My adventure with Arabic and Hebrew began in my childhood. I was 10 years old, if I remember correctly, when my mother took me on a journey to the world that, until then, seemed unknown and unexplored.
Suddenly I knew what it actually meant and felt like to be at a Jewish cemetery or a synagogue. It was my opportunity to admire the beautiful, yet mysterious letters. At that moment they meant absolutely nothing to me but at the same time evoked a feeling close to excitement.
Right then I realized that there was a second, third, fourth, and perhaps also a fifth world next to the one I had become accustomed to as a child. Who can really know how many dimensions are functioning simultaneously in some kind of harmony? I couldn’t fully comprehend the idea at that moment.
The trip into the unknown involved getting to know myself and my own roots. I found out that I come from a family with strong Tatar traditions at a very young age. I remember it made a huge impression on me. I got a sense of having my own identity, which I decided to build on solid foundations.
I can perfectly remember my first visit to the mosques in Kruszyniany and Bohoniki in Podlasie, the verses on the walls calligraphed with gold thread and the impression it all made on me. I had the opportunity to sleep in a Tatar yurt and even the ubiquitous earwigs could not spoil my mood. I also visited Tatar cemeteries and was given the opportunity to admire the beautiful Arabic inscriptions on the tombstones. I even managed to find the grave of my ancestor with a very well-known family name. All of this has had an enormous impact on me.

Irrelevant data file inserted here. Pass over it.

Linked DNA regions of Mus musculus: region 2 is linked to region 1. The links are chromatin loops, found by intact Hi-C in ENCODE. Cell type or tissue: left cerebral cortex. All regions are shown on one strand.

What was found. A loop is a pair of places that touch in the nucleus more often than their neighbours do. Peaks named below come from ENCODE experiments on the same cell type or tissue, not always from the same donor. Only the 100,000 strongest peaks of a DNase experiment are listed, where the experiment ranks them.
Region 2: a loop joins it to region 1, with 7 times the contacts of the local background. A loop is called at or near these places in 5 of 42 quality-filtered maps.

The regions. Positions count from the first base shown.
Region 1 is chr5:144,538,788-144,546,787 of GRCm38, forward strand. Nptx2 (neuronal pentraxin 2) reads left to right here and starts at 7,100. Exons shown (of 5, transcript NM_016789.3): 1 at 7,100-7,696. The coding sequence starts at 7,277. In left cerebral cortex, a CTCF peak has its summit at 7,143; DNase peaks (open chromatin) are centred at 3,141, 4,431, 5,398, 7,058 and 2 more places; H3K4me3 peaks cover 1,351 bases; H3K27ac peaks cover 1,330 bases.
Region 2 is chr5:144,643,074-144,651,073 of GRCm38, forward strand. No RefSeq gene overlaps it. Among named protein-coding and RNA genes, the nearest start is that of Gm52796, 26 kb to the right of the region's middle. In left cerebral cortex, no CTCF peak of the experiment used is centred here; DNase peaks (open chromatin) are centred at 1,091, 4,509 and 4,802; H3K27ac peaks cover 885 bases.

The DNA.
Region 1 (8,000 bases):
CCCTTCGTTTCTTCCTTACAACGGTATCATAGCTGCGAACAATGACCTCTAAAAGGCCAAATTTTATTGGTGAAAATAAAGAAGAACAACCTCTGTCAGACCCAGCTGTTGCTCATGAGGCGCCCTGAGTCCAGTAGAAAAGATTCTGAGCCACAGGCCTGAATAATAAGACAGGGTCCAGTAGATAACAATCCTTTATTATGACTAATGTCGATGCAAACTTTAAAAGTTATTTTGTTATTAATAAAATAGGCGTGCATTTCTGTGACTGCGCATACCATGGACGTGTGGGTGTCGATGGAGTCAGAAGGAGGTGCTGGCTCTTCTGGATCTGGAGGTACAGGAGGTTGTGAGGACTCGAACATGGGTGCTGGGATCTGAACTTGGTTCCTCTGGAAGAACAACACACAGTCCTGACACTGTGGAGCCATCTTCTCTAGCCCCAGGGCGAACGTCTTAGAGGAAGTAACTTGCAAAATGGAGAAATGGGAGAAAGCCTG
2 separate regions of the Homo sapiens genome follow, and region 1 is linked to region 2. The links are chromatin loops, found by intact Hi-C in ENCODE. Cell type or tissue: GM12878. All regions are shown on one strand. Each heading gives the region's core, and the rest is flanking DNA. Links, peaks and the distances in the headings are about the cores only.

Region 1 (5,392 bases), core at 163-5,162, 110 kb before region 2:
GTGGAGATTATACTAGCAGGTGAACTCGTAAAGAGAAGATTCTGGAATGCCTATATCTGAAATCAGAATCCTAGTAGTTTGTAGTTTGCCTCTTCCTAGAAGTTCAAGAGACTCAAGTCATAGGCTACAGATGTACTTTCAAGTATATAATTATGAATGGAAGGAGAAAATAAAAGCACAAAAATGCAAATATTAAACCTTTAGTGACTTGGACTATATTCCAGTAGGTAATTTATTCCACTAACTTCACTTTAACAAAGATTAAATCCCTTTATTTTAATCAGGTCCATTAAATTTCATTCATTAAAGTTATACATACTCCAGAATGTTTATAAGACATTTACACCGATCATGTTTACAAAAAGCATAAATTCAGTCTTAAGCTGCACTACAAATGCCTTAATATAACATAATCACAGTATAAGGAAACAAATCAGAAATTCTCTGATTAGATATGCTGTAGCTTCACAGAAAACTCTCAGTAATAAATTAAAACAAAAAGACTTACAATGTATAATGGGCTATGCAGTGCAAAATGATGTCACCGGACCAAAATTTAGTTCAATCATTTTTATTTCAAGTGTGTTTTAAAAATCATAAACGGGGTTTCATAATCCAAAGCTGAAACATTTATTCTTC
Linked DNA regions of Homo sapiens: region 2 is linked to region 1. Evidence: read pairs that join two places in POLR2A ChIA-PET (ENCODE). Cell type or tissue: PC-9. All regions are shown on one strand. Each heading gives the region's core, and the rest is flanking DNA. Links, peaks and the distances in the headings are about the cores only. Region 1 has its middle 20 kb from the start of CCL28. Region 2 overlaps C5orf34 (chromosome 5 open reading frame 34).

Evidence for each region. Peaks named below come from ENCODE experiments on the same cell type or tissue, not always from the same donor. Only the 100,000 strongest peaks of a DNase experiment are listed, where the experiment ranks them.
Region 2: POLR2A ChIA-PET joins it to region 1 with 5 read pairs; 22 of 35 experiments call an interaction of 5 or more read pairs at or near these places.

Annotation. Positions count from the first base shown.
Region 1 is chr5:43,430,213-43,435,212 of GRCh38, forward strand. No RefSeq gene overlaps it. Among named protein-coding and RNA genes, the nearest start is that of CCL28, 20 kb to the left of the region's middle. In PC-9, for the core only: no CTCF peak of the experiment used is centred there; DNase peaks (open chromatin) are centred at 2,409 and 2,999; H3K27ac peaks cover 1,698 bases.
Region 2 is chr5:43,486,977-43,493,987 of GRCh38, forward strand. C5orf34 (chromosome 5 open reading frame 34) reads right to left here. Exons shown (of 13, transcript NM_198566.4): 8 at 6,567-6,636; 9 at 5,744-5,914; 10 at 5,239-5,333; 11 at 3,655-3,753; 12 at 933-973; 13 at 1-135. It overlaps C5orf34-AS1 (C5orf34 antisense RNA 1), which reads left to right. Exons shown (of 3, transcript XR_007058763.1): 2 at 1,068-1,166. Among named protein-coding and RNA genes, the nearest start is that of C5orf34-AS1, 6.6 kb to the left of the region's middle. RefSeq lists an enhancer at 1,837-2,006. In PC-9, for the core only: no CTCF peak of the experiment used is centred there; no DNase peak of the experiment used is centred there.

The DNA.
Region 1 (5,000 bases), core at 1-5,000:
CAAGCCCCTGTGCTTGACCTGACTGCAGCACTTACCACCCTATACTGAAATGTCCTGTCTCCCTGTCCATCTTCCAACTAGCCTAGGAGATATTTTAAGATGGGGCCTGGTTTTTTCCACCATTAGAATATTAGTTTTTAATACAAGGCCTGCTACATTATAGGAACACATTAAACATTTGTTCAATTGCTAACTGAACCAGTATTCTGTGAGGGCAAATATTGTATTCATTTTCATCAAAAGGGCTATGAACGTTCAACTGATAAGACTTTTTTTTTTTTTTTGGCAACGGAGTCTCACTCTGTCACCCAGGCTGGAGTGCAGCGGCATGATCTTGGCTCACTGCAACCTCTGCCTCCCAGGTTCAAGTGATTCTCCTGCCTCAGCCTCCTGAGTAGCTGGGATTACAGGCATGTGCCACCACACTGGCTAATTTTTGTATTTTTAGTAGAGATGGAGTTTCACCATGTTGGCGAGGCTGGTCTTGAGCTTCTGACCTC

So began my fascination with the Hebrew and Arabic languages and the Middle Eastern cultures.
When I was in high school I decided that, after passing the Matura exam, I wanted to study Arabic philology. I decided to apply to the Adam Mickiewicz University in Poznań because I had, and still have, an extremely strong fondness for this city. Unfortunately, my plan failed – I didn’t manage to get to my dream destination.
Luckily, I knew it was better to be safe than sorry so I also applied to Hebrew philology. This time I was successful. I made a promise to myself that one day I will also get a degree in Arabic Philology. I knew well that it would require strong determination on my side. I used the help of Moroccan and Syrian teachers, as well as my Polish friends who helped me study. It took us a few years. Finally, I made a decision to apply for a Masters Degree. It meant I had to prepare well for the entrance exam. I did good. I now have a Master’s degree in Arabic Philology, Hebrew Philology, and I am currently a PhD student at the Doctoral School of Languages and Literatures of the Adam Mickiewicz University in Poznań.
Visiting synagogues and mosques, getting to know new cultures and the growing fascination with the Middle East have taught me many things. Those experiences have lead to countless deep reflections. As a child, I learned to respect other people no matter where they come from. After all, we are all human and we can learn from one another. All we need is mutual interest.